Multiple aspects of neural activity, from neuronal firing to neuromodulator release and signaling, underlie brain function and ultimately shape animal behavior. The recently developed and constantly growing toolbox of genetically encoded sensors for neural activity, including calcium, voltage, neurotransmitter and neuromodulator sensors, allows precise measurement of these signaling events with high spatial and temporal resolution. Here, we describe the engineering, characterization and application of our recently developed dLight1, a suite of genetically encoded dopamine (DA) sensors based on human inert DA receptors. dLight1 offers high molecular specificity, requisite affinity and kinetics and great sensitivity for measuring DA release in vivo. The detailed workflow described in this protocol can be used to systematically characterize and validate dLight1 in increasingly intact biological systems, from cultured cells to acute brain slices to behaving mice. For tool developers, we focus on characterizing five distinct properties of dLight1: dynamic range, affinity, molecular specificity, kinetics and interaction with endogenous signaling; for end users, we provide comprehensive step-by-step instructions for how to leverage fiber photometry and two-photon imaging to measure dLight1 transients in vivo. The instructions provided in this protocol are designed to help laboratory personnel with a broad range of experience (at the graduate or post-graduate level) to develop and utilize novel neuromodulator sensors in vivo, by using dLight1 as a benchmark.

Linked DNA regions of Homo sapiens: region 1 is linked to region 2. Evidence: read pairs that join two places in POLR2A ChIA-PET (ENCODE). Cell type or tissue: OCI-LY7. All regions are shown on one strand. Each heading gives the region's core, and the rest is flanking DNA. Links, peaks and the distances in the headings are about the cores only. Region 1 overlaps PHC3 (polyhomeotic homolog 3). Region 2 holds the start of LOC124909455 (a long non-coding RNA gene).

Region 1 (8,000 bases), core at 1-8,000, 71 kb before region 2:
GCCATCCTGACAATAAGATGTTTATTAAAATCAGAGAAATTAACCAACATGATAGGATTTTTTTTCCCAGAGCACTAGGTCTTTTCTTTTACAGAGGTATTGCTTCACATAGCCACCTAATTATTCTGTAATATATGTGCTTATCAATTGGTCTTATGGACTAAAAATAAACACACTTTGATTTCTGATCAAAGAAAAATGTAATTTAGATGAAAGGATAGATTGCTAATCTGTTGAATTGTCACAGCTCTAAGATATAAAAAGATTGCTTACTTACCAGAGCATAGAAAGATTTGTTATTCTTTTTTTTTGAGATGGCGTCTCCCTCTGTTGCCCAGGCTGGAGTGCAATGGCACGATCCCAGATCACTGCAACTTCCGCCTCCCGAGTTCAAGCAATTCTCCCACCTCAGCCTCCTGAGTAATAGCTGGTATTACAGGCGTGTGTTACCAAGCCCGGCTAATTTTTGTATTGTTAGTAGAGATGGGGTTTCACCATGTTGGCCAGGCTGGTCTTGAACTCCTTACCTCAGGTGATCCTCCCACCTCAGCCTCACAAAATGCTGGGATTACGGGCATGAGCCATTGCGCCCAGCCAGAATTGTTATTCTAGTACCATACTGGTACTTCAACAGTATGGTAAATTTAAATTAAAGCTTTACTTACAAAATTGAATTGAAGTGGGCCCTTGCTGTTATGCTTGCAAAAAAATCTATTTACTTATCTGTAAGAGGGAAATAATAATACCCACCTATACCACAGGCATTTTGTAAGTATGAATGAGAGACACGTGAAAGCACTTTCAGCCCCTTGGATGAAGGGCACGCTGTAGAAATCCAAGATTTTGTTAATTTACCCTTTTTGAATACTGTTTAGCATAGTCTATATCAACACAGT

ASJC Scopus subject areas
- Biochemistry, Genetics and Molecular Biology(all)